Life guarding was his “day” job, but he preferred the clothing requirements of surf and sand wherever he went. And his feet – well, they were not handsome. He would laugh if he read that sentence.
Ion, those feet were black on the bottom. I mean filthy!
I couldn’t focus on any of the scene work on stage, because I couldn’t stop staring at Ion’s feet. I have an anal retentive, recessive German gene and I wanted to wash those feet. And not because I was trying to be like Jesus.
Then I became Ion’s scene partner.
I forget which scene it was, but it was extremely energetic with lots of jumping around and shouting and a little bit of wrassling, which is when I realized Ion didn’t wear deodorant.
I never had the heart to tell him that he was a bit … ripe.
Ion, I love you, you should have worn deodorant. I regret never telling you. Or gifting you with some Mennen speed stick.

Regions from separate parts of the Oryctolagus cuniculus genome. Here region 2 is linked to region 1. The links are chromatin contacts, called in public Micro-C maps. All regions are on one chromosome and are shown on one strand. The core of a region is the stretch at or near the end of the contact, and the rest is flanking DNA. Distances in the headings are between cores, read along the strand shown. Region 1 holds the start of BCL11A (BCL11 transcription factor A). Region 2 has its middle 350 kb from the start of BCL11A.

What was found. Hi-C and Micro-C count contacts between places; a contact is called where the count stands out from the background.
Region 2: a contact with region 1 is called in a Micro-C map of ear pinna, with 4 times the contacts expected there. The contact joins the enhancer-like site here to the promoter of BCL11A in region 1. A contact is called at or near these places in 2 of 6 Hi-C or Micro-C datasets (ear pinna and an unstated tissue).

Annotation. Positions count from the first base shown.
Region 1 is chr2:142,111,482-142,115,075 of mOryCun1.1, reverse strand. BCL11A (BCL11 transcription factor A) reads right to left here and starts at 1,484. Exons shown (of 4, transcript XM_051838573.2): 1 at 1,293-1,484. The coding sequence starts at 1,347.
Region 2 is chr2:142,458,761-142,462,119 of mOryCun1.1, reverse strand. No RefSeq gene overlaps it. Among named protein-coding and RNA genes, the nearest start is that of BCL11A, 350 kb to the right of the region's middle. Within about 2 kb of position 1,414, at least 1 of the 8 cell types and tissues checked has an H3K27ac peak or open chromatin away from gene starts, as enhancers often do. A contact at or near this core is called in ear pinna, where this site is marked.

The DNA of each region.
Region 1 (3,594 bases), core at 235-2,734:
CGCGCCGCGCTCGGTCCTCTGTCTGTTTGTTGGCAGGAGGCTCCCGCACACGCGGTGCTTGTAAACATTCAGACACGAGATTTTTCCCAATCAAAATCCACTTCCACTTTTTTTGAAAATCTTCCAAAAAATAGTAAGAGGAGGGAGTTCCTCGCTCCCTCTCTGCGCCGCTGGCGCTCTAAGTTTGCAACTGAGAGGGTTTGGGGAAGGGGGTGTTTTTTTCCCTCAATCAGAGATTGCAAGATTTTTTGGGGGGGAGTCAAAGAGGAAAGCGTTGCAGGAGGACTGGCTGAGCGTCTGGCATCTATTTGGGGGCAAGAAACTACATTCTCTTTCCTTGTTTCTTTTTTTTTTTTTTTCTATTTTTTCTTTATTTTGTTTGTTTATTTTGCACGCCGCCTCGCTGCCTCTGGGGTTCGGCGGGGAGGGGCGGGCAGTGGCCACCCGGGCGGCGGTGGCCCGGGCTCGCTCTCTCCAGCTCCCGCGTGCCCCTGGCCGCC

But you also smelled like the salted sea. Your bare feet yearned for the feel of the earth and although you weren’t short, you always seemed somehow to want to be close to the ground, close to nature.
One day, as I was pulling out from the shoulder of the road to drive home after acting class Ion’s Jeep stopped right in front of me.
What’s he doing? I thought, Is there something wrong with his car? Is he out of gas? Oh, for crying out loud, I want to get out of here, couldn’t he have pulled to the shoulder of the road??
Finally, Ion stepped out of his Jeep. Then he paced there for a moment.
What’s he doing? Doesn’t he see that he’s blocking my way?